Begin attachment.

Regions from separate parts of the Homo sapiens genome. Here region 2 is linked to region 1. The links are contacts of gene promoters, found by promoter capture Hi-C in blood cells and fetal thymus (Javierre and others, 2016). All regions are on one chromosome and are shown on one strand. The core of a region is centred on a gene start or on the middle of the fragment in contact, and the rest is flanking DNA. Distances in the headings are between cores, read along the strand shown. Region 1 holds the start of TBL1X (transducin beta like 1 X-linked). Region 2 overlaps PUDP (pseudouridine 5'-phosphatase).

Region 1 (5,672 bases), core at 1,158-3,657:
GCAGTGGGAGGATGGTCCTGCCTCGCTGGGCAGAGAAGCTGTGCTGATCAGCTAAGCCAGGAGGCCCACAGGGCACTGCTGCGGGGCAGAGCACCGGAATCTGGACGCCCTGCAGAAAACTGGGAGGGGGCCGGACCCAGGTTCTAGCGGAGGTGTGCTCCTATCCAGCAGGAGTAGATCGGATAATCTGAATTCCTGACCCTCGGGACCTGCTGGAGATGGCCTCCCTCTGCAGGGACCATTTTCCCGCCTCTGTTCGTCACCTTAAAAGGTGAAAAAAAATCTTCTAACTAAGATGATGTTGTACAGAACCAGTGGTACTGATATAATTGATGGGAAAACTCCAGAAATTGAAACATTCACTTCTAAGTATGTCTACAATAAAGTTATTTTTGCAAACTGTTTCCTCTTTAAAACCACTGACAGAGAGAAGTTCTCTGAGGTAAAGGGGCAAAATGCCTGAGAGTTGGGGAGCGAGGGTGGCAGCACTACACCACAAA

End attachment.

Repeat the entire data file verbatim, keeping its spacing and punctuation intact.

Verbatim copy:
Regions from separate parts of the Homo sapiens genome. Here region 2 is linked to region 1. The links are contacts of gene promoters, found by promoter capture Hi-C in blood cells and fetal thymus (Javierre and others, 2016). All regions are on one chromosome and are shown on one strand. The core of a region is centred on a gene start or on the middle of the fragment in contact, and the rest is flanking DNA. Distances in the headings are between cores, read along the strand shown. Region 1 holds the start of TBL1X (transducin beta like 1 X-linked). Region 2 overlaps PUDP (pseudouridine 5'-phosphatase).

Region 1 (5,672 bases), core at 1,158-3,657:
GCAGTGGGAGGATGGTCCTGCCTCGCTGGGCAGAGAAGCTGTGCTGATCAGCTAAGCCAGGAGGCCCACAGGGCACTGCTGCGGGGCAGAGCACCGGAATCTGGACGCCCTGCAGAAAACTGGGAGGGGGCCGGACCCAGGTTCTAGCGGAGGTGTGCTCCTATCCAGCAGGAGTAGATCGGATAATCTGAATTCCTGACCCTCGGGACCTGCTGGAGATGGCCTCCCTCTGCAGGGACCATTTTCCCGCCTCTGTTCGTCACCTTAAAAGGTGAAAAAAAATCTTCTAACTAAGATGATGTTGTACAGAACCAGTGGTACTGATATAATTGATGGGAAAACTCCAGAAATTGAAACATTCACTTCTAAGTATGTCTACAATAAAGTTATTTTTGCAAACTGTTTCCTCTTTAAAACCACTGACAGAGAGAAGTTCTCTGAGGTAAAGGGGCAAAATGCCTGAGAGTTGGGGAGCGAGGGTGGCAGCACTACACCACAAA